Art Plus Science Equals Magic: How to Make Homemade Wine in a Snap by Lisa Harold
Wine production has been going on for millennia, and it is now a huge industry in many countries all over the world. Whether you are a fan of red, white, sparkling or rosé, you may want to try making your own wine at some point. The good news is that it is not as complicated as you may have imagined.
Invest in Some Resources
There is a lot of information on wine making available in the form of books and videos, so it is a good idea to spend some time reading and watching these if you are just starting out. One of the best places to find information is online, where there are plenty of instructional videos available. Download some to your computer using http://www.youtubedownloadersite.com and then you can watch them whenever it’s convenient. This will help you to learn the basics so that your first attempt is more likely to be a success.
Collect Together the Ingredients & Equipment
The ingredients for making wine are very basic, consisting of: wine grapes, water (filtered), wine yeast and sugar. However, the equipment you will need is a bit more extensive. It consists of:
- A bucket for fermenting the wine (about 20 litres is a good size), along with a lid
- Some large glass jugs to carry out the second stage of the fermentation, completed with airlocks
- A hydrometer, which is used to measure the level of sugar in the wine
- A straining bag
- Plastic tubing for siphoning the wine
- Glass wine bottles and corks
- A funnel to pour the wine into the bottles
- Sterilization equipment
You must ensure that everything is sterilized when making wine, otherwise the wine could be ruined. There are many options for sterilization in the form of powders and liquids, so go with whatever is recommended in your local brewing shop. Once you have sterilized the equipment, rinse it out thoroughly before getting started.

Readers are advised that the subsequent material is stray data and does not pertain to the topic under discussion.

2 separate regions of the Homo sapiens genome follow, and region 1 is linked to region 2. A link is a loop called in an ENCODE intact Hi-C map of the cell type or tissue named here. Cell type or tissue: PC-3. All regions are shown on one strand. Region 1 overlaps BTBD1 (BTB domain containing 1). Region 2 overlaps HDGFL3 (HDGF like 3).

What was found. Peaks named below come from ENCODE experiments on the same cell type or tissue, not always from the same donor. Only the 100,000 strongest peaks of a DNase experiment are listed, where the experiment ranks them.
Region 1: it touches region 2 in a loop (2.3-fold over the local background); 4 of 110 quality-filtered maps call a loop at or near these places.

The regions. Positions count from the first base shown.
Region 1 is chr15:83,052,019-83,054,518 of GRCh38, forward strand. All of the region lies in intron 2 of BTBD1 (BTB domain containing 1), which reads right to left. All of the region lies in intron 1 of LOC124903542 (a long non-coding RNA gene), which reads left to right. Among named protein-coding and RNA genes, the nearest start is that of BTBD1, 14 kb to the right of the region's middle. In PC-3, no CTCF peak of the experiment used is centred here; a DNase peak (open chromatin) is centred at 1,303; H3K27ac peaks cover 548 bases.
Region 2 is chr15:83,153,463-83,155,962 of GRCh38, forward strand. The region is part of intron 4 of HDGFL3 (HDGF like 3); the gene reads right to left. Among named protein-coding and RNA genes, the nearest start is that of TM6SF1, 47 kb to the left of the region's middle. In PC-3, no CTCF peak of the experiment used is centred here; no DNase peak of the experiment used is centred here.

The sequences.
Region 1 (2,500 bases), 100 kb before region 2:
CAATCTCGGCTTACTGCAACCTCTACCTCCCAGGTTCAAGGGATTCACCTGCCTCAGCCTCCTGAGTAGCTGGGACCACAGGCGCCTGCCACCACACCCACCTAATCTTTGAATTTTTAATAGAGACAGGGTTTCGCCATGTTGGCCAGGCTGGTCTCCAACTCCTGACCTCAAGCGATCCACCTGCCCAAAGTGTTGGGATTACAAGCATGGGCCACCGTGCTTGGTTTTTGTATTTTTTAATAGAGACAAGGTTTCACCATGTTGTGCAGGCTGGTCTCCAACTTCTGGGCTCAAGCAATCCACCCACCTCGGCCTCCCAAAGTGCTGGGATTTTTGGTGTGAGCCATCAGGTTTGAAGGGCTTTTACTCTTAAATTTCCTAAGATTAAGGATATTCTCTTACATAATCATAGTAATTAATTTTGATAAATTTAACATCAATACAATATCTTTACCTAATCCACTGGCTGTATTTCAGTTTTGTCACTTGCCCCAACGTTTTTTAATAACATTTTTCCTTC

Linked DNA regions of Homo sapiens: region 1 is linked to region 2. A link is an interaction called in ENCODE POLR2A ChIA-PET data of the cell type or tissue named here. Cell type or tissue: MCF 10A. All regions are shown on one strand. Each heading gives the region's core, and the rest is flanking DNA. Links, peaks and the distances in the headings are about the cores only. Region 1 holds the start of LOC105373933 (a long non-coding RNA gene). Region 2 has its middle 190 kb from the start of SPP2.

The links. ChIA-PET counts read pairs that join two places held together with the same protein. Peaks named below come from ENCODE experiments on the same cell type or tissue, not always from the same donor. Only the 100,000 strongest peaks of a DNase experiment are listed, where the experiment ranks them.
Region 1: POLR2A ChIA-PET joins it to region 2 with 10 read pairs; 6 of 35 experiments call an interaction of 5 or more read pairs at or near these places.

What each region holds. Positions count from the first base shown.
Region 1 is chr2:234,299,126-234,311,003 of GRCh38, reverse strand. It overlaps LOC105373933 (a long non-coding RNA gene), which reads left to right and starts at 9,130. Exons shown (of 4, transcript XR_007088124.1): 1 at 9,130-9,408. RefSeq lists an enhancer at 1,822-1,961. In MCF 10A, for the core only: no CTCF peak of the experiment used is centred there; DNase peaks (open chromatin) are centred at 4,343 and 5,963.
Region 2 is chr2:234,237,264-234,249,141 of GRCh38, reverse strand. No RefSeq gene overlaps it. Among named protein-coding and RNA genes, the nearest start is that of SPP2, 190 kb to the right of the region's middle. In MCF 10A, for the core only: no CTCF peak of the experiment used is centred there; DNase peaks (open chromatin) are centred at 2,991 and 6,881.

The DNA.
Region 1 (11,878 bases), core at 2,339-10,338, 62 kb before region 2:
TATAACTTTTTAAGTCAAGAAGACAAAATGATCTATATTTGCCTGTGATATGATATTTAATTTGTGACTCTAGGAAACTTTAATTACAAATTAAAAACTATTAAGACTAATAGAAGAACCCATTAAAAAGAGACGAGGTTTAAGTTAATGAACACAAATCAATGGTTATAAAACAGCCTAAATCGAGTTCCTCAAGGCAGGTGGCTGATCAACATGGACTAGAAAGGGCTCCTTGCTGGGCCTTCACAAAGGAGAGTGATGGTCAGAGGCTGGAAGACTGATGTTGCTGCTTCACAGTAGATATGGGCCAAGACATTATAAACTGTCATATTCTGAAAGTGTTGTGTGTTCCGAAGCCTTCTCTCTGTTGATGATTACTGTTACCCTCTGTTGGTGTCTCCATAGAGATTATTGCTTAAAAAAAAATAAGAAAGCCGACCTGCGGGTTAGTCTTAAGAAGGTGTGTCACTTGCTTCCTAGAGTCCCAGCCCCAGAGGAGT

Add the Ingredients
Go through the grapes and get rid of any that are not in good condition, then wash them and remove their stems. Next, crush them using your hands – or even your feet – and pour the juice into the large bucket for the first stage of the fermentation.
Add in the yeast and check the sugar level using the hydrometer. You can add sugar to boost the alcohol content if you wish. If you do so, you should dissolve the sugar in the filtered water first and then add it to the bucket and stir it in.
Leave It to Ferment
Once you have added all the ingredients, cover the bucket with a cloth and leave the wine to ferment. This should take about a week or so. You will see a froth appear on the top of the liquid, and the sediment will sink to the bottom.
Strain the Wine
Next, sanitize the glass jugs and strain the wine into them to get rid of all of the sediment. Fill the jugs right up to the top and then fit the airlocks. Once they have been filled, leave them for a few weeks to continue fermenting.
Repeat the Process
The wine will continue to ferment, and every two months or so you should siphon it off into another glass jug using the plastic tube to separate the liquid from the sediment. When the wine is no longer producing sediment and is clear, it is ready to be bottled.
Bottle Your Wine
Use the plastic tubing again to bottle the wine, and then insert the corks. Keep the bottles upright for a few days, and then turn them on their sides. Red wine should be left for a year at least, but for white wine you only need to leave it for about six months. Store it at about 13 degrees Celsius.
Enjoy Making Your Own Wine
From start to finish, making wine is quite a long process. However, if you practice regularly, your wine will improve each time. There are plenty of other techniques that you can incorporate to improve your wine-making process, but start with the basic process above and over the years you will be able to refine your own process so that soon you will always have a good supply of your own delicious wine in your home.
When using downloaded videos, remember to respect intellectual property rights.
Lisa Harold is passionate about wine. She greatly enjoys blogging about wine history, techniques for drinking, and more.